Basals assert that new teachers won’t be able to navigate the waters of literacy instruction without their careful direction. However, if our solution for offering literacy support to new teachers is to let them muddle through a sub-par program, we’re doing a disservice to both our teachers and our students.

Furthermore, even with all the details of a basal program (many of which supply ideas for differentiation, activating background knowledge, etc), “only a well-trained teacher can make the multifaceted decisions involved in developing such instruction”² anyway. Outsourcing this training to a one-size fits all manual is simply inadequate.

P.S. Going basal-free doesn’t mean you have to/should abandon a framework. One phenomenal example is a a workshop framework by Pam Allyn that I reviewed a couple years ago.

#2: You can’t be sure students will develop skills without my guidance.

In a workshop/units of study model, not only do students develop literacy skills, but they do so with a greater degree of context and response to the ongoing trajectory of student learning.

Meanwhile, basal programs tend to spend disproportionate amounts of time drilling specific skills, such as the ones involved in reading comprehension. Consider this:

“It is critical to note that these and other reading programs allocate as much or more actual time to rehearsing comprehension skills than they allocate to teaching any other element in their language-arts program…In reality, when children experience problems comprehending text, it is much more likely due to the child’s lack of knowledge of the subject matter…The notion that we can teach students a set of skills that they will be able to apply to new and unfamiliar texts or situations is a process that cognitive psychologists call “skills transference.” This is regarded as an inordinately difficult task for our brains to pull off and, therefore, is not a practical educational goal. But it is a goal set forward by every major reading program on the market.”³

In addition, even if students develop said skills, if they never apply them because all those basal worksheets suffocated their love of reading, what’s the point? As educator Ross Cooper wrote, “First and foremost, we must promote a love of reading, not a culture of literacy-based micromanagement.4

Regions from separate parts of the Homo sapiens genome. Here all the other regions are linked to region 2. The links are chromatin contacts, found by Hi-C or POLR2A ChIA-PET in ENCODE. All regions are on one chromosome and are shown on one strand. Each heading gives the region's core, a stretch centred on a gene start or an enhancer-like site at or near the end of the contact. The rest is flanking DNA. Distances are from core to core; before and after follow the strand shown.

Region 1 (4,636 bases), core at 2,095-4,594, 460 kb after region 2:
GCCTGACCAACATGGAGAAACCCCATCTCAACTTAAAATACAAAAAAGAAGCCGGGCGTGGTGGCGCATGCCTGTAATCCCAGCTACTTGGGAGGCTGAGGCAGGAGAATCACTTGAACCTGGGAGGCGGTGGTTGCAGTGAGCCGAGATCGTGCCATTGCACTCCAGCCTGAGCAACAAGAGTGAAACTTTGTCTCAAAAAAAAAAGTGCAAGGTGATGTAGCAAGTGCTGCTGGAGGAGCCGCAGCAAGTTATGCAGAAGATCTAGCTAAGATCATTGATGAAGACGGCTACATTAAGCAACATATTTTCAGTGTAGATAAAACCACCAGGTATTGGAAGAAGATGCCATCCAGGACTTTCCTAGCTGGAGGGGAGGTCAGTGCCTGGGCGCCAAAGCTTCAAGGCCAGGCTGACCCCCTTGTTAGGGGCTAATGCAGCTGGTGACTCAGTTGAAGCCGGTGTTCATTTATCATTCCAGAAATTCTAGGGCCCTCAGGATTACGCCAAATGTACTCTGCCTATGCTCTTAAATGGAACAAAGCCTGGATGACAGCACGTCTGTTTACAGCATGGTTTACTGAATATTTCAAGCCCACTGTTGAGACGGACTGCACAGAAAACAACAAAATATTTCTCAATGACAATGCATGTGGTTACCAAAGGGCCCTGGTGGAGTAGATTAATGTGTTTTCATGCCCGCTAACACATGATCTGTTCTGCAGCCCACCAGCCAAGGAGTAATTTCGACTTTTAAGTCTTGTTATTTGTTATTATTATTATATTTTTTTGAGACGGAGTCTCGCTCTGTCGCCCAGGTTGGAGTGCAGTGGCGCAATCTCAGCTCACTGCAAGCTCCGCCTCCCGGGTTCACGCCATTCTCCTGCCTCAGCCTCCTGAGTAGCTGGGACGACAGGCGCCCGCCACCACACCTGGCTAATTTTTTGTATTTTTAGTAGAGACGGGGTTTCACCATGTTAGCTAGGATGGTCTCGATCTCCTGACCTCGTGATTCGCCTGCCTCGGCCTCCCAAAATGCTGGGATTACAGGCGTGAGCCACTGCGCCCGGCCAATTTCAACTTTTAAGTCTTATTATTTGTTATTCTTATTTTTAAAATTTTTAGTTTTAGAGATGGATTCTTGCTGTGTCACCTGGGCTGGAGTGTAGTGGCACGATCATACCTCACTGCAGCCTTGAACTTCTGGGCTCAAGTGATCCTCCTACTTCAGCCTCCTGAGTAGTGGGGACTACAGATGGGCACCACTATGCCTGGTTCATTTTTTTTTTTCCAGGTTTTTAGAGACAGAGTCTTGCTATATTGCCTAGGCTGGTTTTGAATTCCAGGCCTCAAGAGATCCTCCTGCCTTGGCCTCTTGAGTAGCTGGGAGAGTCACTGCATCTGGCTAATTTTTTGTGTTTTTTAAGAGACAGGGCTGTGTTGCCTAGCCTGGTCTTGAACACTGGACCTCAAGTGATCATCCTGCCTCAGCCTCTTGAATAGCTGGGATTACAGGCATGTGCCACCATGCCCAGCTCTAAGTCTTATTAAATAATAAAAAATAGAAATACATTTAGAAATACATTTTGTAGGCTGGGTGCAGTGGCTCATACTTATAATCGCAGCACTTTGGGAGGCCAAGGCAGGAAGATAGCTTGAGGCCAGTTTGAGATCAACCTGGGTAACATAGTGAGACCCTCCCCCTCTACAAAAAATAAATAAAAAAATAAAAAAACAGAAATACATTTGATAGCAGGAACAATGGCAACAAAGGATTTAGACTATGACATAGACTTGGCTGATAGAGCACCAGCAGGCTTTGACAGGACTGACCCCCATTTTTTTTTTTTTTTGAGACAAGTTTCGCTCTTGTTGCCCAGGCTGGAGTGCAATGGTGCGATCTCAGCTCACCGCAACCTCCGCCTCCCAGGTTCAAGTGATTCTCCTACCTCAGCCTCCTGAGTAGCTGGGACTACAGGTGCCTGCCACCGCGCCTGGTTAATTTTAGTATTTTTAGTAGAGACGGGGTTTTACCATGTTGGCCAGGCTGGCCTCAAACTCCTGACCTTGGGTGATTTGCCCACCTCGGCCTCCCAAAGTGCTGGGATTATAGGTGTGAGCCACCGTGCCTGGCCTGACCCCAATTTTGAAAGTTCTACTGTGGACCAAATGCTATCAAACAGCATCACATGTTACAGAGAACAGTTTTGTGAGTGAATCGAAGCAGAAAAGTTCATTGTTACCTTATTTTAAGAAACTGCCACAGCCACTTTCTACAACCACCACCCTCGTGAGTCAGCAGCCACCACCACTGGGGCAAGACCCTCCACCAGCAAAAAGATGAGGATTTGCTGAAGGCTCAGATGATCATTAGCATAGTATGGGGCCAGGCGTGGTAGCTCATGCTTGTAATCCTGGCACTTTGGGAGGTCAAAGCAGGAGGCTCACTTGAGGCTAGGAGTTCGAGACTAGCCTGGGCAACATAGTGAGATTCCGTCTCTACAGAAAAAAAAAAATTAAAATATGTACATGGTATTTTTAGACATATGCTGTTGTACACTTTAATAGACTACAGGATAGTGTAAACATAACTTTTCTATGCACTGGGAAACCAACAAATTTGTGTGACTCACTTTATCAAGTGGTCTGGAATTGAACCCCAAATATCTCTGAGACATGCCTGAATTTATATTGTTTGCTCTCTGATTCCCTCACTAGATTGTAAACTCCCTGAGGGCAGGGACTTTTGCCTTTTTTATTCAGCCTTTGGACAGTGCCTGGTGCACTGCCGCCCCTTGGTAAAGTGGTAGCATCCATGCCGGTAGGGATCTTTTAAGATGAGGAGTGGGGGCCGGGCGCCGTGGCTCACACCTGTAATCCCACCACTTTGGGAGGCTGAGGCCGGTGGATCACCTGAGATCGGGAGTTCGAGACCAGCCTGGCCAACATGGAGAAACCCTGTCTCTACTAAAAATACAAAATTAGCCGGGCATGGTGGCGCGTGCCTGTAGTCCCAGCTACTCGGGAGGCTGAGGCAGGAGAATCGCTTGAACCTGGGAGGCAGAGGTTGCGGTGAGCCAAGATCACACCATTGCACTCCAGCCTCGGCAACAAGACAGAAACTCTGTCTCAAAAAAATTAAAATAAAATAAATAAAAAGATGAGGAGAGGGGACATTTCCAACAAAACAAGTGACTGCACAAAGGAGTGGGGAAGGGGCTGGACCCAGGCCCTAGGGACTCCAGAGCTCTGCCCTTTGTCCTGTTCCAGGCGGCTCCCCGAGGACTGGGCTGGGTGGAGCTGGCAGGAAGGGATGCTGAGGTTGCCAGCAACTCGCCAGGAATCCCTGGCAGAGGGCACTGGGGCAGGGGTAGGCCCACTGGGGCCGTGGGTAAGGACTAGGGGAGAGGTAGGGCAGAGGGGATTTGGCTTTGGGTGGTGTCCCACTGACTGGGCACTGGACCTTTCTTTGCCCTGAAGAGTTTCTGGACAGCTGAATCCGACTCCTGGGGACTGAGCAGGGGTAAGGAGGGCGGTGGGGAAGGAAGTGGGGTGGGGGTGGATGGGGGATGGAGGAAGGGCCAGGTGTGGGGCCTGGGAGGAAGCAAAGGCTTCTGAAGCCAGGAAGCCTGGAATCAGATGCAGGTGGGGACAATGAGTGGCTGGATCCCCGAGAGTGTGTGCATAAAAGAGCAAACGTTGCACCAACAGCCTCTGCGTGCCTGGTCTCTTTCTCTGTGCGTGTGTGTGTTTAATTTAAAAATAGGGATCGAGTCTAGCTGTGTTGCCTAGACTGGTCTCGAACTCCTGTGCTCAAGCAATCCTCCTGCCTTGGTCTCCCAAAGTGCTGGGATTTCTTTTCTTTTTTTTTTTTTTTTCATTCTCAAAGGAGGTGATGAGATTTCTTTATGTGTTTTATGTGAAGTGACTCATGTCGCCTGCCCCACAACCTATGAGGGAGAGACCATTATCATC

#3: You won’t have ready access to ability-appropriate text!

Twenty years ago, this may have been the case. But just consider this small sampling of today’s possibilities:

  • Shared texts via projectors/document cameras
  • Newsela (engaging, level-able text at the click of a button)
  • Wonderopolis (text based on “more than 90,000 Wonder questions submitted by users” and differentiation features such as selected-text-to-audio and hover-to-define-vocabulary)
  • DOGO (kid-friendly news that’s also leveled at the click of a button and includes assignments, vocab, and Google Classroom integration)
  • Savvy multimedia librarians that can help identify/pull relevant texts during the immersion phase of units.

#4: You won’t have as much time without me to meet students’ individual needs!

Basal models assume that most kids’ learning takes place right at the top of the bell curve, with “differentiation tips” for the few kids on either side of the curve. But the truth is, every journey is unique. The sooner we disentangle ourselves from all the micromanaged requirements of a basal, the sooner we can spend our time where it really counts: 1-1 conferences, responsive mini-lessons, mentor text studies, student ownership/agency, etc.

No matter what promises are made to the contrary, we need to remember that “there’s no simple solution, no panacea, or miracle cure for reading. The range of ways to solve reading achievement challenges is as broad as the range of student profiles.”²

Sources:

1. http://digitalcommons.brockport.edu/cgi/viewcontent.cgi?article=1507&context=ehd_theses

2. https://www.naesp.org/sites/default/files/resources/2/Principal/2009/J-F_p26.pdf

3. http://www.aft.org/sites/default/files/periodicals/Basal_readers.pdf

4. http://www.bamradionetwork.com/edwords-blog/3-reasons-to-rethink-your-basal-reader

featured image: DeathToTheStockPhoto